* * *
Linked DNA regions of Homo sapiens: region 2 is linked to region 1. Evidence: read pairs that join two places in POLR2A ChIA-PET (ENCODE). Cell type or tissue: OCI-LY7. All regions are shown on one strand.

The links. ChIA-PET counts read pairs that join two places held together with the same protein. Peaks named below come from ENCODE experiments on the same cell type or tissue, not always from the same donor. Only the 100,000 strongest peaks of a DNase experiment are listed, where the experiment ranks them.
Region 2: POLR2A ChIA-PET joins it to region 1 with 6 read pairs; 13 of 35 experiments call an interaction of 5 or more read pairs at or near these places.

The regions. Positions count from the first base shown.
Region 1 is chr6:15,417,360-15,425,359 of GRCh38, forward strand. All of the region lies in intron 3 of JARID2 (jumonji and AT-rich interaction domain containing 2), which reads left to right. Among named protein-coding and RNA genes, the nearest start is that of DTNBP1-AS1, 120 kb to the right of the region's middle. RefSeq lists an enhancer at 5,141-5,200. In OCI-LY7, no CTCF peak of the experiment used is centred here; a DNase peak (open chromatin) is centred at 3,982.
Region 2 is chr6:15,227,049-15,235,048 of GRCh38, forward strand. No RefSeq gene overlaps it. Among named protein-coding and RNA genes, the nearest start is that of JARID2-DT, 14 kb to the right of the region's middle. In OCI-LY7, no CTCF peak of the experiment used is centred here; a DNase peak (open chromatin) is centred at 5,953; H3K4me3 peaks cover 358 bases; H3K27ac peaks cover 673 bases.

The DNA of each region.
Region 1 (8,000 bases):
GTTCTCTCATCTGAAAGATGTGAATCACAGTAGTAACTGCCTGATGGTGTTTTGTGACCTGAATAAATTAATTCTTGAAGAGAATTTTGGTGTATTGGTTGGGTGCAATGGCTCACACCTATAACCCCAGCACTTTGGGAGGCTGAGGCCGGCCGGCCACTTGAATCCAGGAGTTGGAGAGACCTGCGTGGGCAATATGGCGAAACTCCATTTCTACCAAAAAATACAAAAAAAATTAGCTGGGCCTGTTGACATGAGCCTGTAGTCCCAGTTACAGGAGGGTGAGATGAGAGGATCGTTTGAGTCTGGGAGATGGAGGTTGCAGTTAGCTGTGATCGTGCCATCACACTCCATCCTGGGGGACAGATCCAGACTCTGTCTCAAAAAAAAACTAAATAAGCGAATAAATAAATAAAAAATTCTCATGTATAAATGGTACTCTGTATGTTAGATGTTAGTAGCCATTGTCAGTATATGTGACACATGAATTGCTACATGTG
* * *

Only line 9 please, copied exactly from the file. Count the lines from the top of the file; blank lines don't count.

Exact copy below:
GTTCTCTCATCTGAAAGATGTGAATCACAGTAGTAACTGCCTGATGGTGTTTTGTGACCTGAATAAATTAATTCTTGAAGAGAATTTTGGTGTATTGGTTGGGTGCAATGGCTCACACCTATAACCCCAGCACTTTGGGAGGCTGAGGCCGGCCGGCCACTTGAATCCAGGAGTTGGAGAGACCTGCGTGGGCAATATGGCGAAACTCCATTTCTACCAAAAAATACAAAAAAAATTAGCTGGGCCTGTTGACATGAGCCTGTAGTCCCAGTTACAGGAGGGTGAGATGAGAGGATCGTTTGAGTCTGGGAGATGGAGGTTGCAGTTAGCTGTGATCGTGCCATCACACTCCATCCTGGGGGACAGATCCAGACTCTGTCTCAAAAAAAAACTAAATAAGCGAATAAATAAATAAAAAATTCTCATGTATAAATGGTACTCTGTATGTTAGATGTTAGTAGCCATTGTCAGTATATGTGACACATGAATTGCTACATGTG